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Dave Fulghum writes:A bright spot in the Afghanistan buildup is the introduction of several new, small and sophisticated aircraft designs that carry packages of sensors that will expand the U.S. Army’s ability to exploit the electromagnetic spectrum.More somber issues are that half of the surge force has arrived in Afghanistan and efforts to produce metrics of success are mixed. Part of the problem, Army analysts say, is that the electronic battlefield in Afghanistan is far different that it is in Iraq.“It’s very austere and the infrastructure isn’t there,” says Col. Rodney Mentzer, project manager for electronic warfare at Fort Monmouth, N.J. “There is no World Wide Web or network. It’s totally different. The networks that are established – 802.11 and 802.16 – are line of sight unless there’s some sort of relay – satellite or surrogate satellite.”But, warn analysts, the threat in Afghanistan will evolve.The Army’s larger, service-wide burdens include defining its cyber and electronic warfare policies, training a specialized, cyber and electronic attack force, pushing more advanced technology out of the laboratories and into the field and, finally, creating shared networks for airborne and ground systems.The Army has poured the lessons it learned from the now-cancelled Aerial Common Sensor (ACS) into its Enhanced Medium Altitude Reconnaissance System [EMARS] aircraft. With the plan to use a King Air 350 loaded with EO/IR sensor and signals intelligence equipment parallels the Air Force’s MC-12W Project Liberty fast-response ISR package.The Army also is continuing to upgrade its UH-60 and RC-12 electronic surveillance and attack aircraft. All are fielding enhancements that could become part of an even more advanced ACS design.“We conducted a ‘Sledgehammer’ demonstration to demonstrate a quick reaction capability that could convert UH-60 Black Hawks into an electronic warfare platform within an hour,” says Charlie Maraldo, director of the Army’s Communications-Electronics Research, Development and Engineering Center (CERDEC) flight activity here.Cyber operations are expected to drive the Army into ever more sophisticated areas of electronic surveillance and attack. The Army operations directorate is planning to field a manned or unmanned aircraft that can demonstrate airborne electronic attack. Specialists are defining when and where cyber tools become battlefield weapons and cross into the tactical combat world.The basic components of airborne electronic or cyber attack are (1) a sensor that can map an enemy network, (2) the precise location of an antenna that feeds the network and (3) an electronically scanned array antenna that can generate a datastream packed with inquisitive algorithms. (4) If that data-stream can be beamed into the proper antenna, the target network can be entered and exploited.“You can defeat it, listen to it and use information operations to change it,” Mentzer says. “What we don’t know is how much of that fits in the tactical army and if we have enough soldiers with the right qualifications and clearances.”There are also operational issues.“It has to be designed into the system that somebody, somewhere can determine that there is a radio transmitting from a known location, and that we’re going to use a ground, UAV, manned airborne or joint system to put effects on that target,” Mentzer says. “Then you have to define the effects. Do you jam, snoop, use information operations to change what they’re saying or hearing or do we bring in lethal fires?”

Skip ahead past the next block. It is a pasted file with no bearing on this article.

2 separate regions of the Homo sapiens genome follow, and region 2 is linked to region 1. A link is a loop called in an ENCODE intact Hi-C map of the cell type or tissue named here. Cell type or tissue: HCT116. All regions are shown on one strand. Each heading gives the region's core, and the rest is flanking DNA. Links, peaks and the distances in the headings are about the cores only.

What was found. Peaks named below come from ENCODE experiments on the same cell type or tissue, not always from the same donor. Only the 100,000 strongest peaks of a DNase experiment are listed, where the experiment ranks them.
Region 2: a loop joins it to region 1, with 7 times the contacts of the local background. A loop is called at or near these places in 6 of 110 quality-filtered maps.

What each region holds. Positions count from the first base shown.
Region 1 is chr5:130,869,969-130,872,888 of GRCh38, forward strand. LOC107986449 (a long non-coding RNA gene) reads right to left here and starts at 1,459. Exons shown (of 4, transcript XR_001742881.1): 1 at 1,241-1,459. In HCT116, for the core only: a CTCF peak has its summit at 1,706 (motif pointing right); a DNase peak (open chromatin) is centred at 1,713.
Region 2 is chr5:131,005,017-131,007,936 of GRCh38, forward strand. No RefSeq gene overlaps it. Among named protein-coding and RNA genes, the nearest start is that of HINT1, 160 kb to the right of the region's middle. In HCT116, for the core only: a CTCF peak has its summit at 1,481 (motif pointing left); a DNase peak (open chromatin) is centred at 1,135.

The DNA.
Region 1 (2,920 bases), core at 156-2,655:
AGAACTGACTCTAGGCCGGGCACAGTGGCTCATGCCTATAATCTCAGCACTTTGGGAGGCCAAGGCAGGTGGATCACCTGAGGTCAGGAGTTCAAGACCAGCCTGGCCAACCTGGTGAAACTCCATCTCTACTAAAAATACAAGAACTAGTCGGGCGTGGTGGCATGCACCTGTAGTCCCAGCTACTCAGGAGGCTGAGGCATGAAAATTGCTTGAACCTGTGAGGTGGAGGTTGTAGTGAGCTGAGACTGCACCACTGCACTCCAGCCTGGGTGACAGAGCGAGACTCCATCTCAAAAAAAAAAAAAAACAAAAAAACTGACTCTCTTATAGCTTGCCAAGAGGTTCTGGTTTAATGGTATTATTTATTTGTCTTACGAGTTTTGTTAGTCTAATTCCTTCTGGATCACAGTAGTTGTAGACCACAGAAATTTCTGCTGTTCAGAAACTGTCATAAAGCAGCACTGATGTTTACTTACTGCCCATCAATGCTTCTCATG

ar99, USArmy, Afghanistan, ISR
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